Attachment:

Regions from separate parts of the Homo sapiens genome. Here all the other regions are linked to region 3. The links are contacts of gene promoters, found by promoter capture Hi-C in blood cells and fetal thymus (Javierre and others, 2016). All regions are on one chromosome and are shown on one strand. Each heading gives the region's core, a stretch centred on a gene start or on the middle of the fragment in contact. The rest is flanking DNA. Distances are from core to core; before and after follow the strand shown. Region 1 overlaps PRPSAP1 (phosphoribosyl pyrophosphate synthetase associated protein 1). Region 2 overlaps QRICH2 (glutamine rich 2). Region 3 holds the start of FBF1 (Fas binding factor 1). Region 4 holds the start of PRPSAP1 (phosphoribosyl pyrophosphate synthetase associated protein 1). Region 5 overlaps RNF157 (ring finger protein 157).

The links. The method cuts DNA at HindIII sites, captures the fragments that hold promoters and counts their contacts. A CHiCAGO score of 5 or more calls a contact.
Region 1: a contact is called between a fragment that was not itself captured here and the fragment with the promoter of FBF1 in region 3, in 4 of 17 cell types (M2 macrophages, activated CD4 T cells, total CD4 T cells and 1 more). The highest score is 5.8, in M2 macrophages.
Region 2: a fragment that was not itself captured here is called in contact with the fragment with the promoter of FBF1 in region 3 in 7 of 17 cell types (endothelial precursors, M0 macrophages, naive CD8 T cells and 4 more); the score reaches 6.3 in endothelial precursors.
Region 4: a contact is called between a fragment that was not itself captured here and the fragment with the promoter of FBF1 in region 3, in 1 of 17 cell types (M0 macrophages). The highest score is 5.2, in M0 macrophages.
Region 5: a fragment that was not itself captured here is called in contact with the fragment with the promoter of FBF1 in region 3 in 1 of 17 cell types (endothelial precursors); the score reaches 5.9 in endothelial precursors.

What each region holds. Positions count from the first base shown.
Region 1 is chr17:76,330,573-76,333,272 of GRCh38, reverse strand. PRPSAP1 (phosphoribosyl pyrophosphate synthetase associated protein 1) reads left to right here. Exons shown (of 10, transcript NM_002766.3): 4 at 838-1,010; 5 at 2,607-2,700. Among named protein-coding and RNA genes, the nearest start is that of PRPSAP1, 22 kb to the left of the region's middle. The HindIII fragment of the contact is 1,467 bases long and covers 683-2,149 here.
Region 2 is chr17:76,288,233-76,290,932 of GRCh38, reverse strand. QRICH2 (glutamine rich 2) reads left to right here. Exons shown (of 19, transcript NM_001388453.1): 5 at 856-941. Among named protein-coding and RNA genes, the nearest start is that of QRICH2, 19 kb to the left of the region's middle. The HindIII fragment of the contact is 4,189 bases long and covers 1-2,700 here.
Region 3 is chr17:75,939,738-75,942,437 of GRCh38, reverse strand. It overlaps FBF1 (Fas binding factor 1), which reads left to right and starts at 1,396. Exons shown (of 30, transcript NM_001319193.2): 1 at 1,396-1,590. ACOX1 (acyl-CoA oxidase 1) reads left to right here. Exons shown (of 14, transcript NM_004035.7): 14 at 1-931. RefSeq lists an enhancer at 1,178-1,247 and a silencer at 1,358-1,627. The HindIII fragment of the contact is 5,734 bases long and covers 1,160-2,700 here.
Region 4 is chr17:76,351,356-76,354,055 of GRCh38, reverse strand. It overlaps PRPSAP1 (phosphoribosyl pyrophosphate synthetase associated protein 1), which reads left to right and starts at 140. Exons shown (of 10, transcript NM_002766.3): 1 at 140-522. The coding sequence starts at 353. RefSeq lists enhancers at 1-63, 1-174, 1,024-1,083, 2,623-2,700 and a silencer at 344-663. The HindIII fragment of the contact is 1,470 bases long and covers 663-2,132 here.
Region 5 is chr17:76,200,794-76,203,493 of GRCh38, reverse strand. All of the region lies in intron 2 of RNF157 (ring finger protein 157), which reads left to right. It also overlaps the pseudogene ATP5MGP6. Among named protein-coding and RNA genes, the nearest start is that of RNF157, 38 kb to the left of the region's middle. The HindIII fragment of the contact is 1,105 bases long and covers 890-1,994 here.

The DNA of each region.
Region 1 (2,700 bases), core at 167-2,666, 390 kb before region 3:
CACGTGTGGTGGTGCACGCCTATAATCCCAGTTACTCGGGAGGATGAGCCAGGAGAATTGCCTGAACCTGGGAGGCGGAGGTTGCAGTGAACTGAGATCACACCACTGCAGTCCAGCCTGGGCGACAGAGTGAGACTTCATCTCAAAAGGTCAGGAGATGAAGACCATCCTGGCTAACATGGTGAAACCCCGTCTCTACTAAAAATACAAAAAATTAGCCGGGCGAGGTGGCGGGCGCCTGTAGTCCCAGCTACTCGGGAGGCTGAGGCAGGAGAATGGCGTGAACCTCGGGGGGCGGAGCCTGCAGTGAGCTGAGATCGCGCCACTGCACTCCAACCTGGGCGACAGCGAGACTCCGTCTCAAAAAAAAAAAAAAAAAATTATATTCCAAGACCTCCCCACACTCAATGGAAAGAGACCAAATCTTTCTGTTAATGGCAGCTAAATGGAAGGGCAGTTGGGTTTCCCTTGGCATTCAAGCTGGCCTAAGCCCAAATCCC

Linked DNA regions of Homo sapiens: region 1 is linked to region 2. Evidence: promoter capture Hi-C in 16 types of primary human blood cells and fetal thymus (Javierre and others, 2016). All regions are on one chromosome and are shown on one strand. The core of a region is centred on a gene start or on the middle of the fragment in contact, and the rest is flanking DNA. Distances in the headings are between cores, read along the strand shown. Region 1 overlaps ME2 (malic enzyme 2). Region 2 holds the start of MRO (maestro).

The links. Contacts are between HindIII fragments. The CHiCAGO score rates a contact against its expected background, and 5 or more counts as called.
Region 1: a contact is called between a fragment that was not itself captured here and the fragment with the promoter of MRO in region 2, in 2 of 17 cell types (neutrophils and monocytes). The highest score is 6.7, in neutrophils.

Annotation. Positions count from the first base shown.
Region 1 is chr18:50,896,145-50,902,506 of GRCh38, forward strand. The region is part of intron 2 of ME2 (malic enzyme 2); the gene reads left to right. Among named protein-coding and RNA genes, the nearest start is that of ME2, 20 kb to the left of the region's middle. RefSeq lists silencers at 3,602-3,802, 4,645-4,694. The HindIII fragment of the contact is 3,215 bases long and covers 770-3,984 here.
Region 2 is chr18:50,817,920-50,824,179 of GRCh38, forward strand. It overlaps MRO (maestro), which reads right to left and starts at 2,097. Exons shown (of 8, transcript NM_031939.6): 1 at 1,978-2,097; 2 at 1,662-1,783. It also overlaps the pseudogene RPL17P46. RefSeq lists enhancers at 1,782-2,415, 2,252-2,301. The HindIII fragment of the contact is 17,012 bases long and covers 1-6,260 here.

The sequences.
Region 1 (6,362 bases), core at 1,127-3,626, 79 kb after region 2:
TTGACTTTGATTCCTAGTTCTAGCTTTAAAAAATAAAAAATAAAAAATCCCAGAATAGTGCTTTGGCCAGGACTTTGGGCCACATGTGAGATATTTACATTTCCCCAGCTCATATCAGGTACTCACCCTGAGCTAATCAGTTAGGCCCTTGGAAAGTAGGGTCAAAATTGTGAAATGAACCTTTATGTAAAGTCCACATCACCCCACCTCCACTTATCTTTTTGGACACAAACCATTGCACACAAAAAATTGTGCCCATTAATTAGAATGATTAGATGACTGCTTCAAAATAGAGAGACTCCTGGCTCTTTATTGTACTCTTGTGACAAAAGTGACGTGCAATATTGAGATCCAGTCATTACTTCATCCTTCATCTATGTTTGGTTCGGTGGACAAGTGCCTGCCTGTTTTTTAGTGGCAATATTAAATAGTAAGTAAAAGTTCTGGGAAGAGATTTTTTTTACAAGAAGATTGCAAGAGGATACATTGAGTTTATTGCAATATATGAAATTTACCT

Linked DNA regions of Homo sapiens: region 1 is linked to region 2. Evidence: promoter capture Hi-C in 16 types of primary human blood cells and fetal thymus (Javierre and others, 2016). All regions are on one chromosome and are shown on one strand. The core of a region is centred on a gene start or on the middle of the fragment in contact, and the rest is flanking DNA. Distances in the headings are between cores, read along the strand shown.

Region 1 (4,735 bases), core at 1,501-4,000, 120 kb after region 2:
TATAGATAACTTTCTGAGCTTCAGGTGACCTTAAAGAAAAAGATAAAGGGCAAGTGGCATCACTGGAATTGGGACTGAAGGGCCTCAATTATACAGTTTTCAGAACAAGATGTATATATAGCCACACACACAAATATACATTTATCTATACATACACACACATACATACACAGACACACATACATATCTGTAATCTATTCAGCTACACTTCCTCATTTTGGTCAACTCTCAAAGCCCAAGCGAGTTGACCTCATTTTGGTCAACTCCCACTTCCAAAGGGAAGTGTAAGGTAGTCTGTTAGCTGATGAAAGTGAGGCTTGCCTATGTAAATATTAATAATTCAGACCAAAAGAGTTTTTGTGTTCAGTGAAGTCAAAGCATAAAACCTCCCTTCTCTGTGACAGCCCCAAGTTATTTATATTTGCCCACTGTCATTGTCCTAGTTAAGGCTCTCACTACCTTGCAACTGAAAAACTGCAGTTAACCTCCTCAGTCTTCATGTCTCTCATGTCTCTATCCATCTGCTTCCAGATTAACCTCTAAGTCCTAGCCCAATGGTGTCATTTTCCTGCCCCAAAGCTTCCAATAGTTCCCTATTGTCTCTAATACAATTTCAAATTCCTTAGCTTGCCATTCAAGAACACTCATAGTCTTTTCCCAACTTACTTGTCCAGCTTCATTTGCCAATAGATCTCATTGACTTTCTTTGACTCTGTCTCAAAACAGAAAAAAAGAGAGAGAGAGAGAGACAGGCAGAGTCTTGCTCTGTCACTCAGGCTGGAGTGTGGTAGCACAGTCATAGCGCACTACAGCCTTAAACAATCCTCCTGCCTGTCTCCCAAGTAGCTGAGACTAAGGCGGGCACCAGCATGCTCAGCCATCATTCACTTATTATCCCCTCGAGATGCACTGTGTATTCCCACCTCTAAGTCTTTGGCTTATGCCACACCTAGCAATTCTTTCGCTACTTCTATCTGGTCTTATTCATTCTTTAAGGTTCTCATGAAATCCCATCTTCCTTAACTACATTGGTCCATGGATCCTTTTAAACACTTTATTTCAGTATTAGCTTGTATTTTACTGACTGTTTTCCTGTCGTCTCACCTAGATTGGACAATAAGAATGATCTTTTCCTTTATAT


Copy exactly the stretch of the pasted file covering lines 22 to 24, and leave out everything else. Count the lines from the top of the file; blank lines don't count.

The sequences.
Region 1 (6,362 bases), core at 1,127-3,626, 79 kb after region 2:
TTGACTTTGATTCCTAGTTCTAGCTTTAAAAAATAAAAAATAAAAAATCCCAGAATAGTGCTTTGGCCAGGACTTTGGGCCACATGTGAGATATTTACATTTCCCCAGCTCATATCAGGTACTCACCCTGAGCTAATCAGTTAGGCCCTTGGAAAGTAGGGTCAAAATTGTGAAATGAACCTTTATGTAAAGTCCACATCACCCCACCTCCACTTATCTTTTTGGACACAAACCATTGCACACAAAAAATTGTGCCCATTAATTAGAATGATTAGATGACTGCTTCAAAATAGAGAGACTCCTGGCTCTTTATTGTACTCTTGTGACAAAAGTGACGTGCAATATTGAGATCCAGTCATTACTTCATCCTTCATCTATGTTTGGTTCGGTGGACAAGTGCCTGCCTGTTTTTTAGTGGCAATATTAAATAGTAAGTAAAAGTTCTGGGAAGAGATTTTTTTTACAAGAAGATTGCAAGAGGATACATTGAGTTTATTGCAATATATGAAATTTACCT